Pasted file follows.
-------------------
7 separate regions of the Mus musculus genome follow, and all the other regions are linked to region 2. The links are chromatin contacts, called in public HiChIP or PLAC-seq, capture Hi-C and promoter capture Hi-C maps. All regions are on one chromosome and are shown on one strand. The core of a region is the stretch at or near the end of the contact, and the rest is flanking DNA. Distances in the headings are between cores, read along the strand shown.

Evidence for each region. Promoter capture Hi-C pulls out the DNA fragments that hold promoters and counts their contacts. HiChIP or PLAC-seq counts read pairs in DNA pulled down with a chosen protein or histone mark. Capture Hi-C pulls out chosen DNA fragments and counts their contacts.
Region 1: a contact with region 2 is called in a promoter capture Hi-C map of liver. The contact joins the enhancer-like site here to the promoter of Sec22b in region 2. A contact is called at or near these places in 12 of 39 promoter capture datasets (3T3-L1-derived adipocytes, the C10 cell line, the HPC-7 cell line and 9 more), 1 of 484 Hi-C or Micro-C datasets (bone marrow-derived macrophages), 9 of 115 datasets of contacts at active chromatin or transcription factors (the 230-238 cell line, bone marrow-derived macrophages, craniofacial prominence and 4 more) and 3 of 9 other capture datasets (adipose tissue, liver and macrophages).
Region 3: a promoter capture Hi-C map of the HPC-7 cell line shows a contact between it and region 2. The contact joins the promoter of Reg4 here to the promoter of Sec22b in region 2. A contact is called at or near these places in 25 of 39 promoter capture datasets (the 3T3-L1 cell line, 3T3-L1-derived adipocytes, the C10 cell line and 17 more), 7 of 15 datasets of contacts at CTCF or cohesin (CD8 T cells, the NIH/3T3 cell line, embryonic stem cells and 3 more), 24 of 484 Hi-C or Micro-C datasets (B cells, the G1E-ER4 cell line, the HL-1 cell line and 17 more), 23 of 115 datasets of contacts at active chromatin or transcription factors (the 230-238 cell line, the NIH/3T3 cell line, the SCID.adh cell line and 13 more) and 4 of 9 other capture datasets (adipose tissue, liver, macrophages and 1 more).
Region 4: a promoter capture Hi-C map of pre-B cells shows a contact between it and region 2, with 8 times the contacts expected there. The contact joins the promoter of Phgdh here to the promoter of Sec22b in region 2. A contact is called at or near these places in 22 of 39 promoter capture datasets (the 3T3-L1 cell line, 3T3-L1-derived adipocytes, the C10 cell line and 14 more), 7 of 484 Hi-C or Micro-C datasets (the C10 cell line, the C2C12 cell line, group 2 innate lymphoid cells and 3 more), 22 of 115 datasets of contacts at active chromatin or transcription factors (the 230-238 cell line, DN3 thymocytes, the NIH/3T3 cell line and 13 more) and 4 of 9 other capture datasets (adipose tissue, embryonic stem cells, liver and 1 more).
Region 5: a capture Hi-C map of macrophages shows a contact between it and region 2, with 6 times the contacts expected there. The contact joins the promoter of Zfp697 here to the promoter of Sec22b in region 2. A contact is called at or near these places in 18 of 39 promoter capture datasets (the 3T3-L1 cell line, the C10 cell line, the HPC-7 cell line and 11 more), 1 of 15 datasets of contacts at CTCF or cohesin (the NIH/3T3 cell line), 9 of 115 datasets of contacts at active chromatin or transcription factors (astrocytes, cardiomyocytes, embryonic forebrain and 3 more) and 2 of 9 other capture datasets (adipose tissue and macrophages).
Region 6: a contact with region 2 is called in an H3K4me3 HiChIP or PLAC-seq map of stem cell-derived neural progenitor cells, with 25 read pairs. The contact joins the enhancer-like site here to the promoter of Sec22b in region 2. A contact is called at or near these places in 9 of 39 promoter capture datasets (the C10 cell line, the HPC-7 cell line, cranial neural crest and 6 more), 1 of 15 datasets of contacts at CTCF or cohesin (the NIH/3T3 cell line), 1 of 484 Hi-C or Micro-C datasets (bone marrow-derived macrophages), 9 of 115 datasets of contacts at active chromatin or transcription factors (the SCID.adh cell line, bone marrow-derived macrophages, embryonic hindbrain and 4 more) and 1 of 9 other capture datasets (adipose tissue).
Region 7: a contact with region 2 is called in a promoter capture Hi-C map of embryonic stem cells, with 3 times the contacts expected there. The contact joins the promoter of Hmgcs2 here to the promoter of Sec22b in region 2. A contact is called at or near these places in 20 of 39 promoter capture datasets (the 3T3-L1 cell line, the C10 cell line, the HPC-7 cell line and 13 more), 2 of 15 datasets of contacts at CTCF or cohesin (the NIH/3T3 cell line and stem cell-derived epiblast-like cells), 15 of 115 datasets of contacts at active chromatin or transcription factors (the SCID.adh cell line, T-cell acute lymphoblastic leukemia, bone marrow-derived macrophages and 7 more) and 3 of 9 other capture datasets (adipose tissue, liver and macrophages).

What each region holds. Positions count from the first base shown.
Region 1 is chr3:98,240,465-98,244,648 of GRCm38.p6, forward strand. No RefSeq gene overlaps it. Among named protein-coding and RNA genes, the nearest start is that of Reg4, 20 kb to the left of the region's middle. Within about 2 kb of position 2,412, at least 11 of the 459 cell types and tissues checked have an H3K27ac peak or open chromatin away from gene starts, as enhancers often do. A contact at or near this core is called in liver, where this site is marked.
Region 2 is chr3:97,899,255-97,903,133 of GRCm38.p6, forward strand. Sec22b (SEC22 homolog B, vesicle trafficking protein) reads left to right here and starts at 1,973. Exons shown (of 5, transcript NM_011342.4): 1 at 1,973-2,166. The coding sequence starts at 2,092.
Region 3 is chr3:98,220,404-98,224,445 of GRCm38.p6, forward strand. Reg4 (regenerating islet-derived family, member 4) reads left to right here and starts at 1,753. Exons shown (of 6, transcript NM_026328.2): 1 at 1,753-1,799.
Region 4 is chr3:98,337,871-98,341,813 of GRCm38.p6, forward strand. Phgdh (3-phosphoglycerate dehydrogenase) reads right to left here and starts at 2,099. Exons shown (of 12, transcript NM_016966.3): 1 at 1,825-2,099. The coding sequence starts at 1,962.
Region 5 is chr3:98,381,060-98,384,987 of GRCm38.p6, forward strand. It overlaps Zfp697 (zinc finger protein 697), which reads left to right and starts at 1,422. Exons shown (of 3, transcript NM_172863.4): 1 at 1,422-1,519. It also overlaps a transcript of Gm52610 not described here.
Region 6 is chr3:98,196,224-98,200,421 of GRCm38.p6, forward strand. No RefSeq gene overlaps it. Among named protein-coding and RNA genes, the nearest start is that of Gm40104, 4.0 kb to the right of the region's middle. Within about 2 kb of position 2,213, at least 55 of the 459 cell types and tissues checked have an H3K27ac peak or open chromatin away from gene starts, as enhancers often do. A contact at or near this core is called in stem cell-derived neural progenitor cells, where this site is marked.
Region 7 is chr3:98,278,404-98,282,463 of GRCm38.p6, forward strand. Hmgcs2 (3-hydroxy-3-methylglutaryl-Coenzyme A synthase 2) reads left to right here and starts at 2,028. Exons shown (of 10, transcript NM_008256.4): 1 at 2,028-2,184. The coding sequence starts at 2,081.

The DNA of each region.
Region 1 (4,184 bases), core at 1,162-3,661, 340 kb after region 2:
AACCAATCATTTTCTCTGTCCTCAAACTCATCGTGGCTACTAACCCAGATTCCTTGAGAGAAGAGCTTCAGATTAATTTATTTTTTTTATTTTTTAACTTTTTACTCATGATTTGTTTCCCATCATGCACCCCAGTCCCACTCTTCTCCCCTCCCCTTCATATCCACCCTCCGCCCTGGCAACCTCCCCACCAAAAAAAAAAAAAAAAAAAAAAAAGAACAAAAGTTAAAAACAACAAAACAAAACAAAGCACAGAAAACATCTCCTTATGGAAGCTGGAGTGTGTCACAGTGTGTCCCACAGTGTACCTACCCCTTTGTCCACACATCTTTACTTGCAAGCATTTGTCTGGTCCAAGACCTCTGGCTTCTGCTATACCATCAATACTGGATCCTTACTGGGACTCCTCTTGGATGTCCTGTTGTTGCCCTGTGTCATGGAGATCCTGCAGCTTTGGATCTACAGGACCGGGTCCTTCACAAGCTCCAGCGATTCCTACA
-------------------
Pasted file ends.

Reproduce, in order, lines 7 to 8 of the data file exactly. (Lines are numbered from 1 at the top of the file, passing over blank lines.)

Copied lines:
Region 6: a contact with region 2 is called in an H3K4me3 HiChIP or PLAC-seq map of stem cell-derived neural progenitor cells, with 25 read pairs. The contact joins the enhancer-like site here to the promoter of Sec22b in region 2. A contact is called at or near these places in 9 of 39 promoter capture datasets (the C10 cell line, the HPC-7 cell line, cranial neural crest and 6 more), 1 of 15 datasets of contacts at CTCF or cohesin (the NIH/3T3 cell line), 1 of 484 Hi-C or Micro-C datasets (bone marrow-derived macrophages), 9 of 115 datasets of contacts at active chromatin or transcription factors (the SCID.adh cell line, bone marrow-derived macrophages, embryonic hindbrain and 4 more) and 1 of 9 other capture datasets (adipose tissue).
Region 7: a contact with region 2 is called in a promoter capture Hi-C map of embryonic stem cells, with 3 times the contacts expected there. The contact joins the promoter of Hmgcs2 here to the promoter of Sec22b in region 2. A contact is called at or near these places in 20 of 39 promoter capture datasets (the 3T3-L1 cell line, the C10 cell line, the HPC-7 cell line and 13 more), 2 of 15 datasets of contacts at CTCF or cohesin (the NIH/3T3 cell line and stem cell-derived epiblast-like cells), 15 of 115 datasets of contacts at active chromatin or transcription factors (the SCID.adh cell line, T-cell acute lymphoblastic leukemia, bone marrow-derived macrophages and 7 more) and 3 of 9 other capture datasets (adipose tissue, liver and macrophages).